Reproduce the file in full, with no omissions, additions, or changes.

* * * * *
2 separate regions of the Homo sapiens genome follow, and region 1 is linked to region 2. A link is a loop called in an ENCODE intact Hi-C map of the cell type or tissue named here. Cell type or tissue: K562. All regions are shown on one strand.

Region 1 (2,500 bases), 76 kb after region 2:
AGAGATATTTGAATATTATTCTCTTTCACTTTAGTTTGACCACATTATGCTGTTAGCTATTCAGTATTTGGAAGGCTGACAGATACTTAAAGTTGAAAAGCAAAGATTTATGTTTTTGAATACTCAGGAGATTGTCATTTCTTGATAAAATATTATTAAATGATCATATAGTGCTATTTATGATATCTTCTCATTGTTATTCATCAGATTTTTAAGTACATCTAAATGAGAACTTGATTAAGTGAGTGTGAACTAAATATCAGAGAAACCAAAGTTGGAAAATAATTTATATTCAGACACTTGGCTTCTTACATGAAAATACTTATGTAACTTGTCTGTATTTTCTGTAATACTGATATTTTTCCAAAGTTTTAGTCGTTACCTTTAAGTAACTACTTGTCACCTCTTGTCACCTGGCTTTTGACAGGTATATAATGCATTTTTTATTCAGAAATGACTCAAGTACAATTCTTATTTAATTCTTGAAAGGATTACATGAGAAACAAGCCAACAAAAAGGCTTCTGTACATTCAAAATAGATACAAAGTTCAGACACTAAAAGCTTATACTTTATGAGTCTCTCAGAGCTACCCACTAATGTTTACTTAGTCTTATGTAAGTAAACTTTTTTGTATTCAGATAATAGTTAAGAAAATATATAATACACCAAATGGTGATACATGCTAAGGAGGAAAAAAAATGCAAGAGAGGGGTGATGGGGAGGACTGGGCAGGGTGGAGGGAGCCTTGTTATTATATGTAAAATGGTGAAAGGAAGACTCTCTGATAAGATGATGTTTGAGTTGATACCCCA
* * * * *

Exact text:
2 separate regions of the Homo sapiens genome follow, and region 1 is linked to region 2. A link is a loop called in an ENCODE intact Hi-C map of the cell type or tissue named here. Cell type or tissue: K562. All regions are shown on one strand.

Region 1 (2,500 bases), 76 kb after region 2:
AGAGATATTTGAATATTATTCTCTTTCACTTTAGTTTGACCACATTATGCTGTTAGCTATTCAGTATTTGGAAGGCTGACAGATACTTAAAGTTGAAAAGCAAAGATTTATGTTTTTGAATACTCAGGAGATTGTCATTTCTTGATAAAATATTATTAAATGATCATATAGTGCTATTTATGATATCTTCTCATTGTTATTCATCAGATTTTTAAGTACATCTAAATGAGAACTTGATTAAGTGAGTGTGAACTAAATATCAGAGAAACCAAAGTTGGAAAATAATTTATATTCAGACACTTGGCTTCTTACATGAAAATACTTATGTAACTTGTCTGTATTTTCTGTAATACTGATATTTTTCCAAAGTTTTAGTCGTTACCTTTAAGTAACTACTTGTCACCTCTTGTCACCTGGCTTTTGACAGGTATATAATGCATTTTTTATTCAGAAATGACTCAAGTACAATTCTTATTTAATTCTTGAAAGGATTACATGAGAAACAAGCCAACAAAAAGGCTTCTGTACATTCAAAATAGATACAAAGTTCAGACACTAAAAGCTTATACTTTATGAGTCTCTCAGAGCTACCCACTAATGTTTACTTAGTCTTATGTAAGTAAACTTTTTTGTATTCAGATAATAGTTAAGAAAATATATAATACACCAAATGGTGATACATGCTAAGGAGGAAAAAAAATGCAAGAGAGGGGTGATGGGGAGGACTGGGCAGGGTGGAGGGAGCCTTGTTATTATATGTAAAATGGTGAAAGGAAGACTCTCTGATAAGATGATGTTTGAGTTGATACCCCA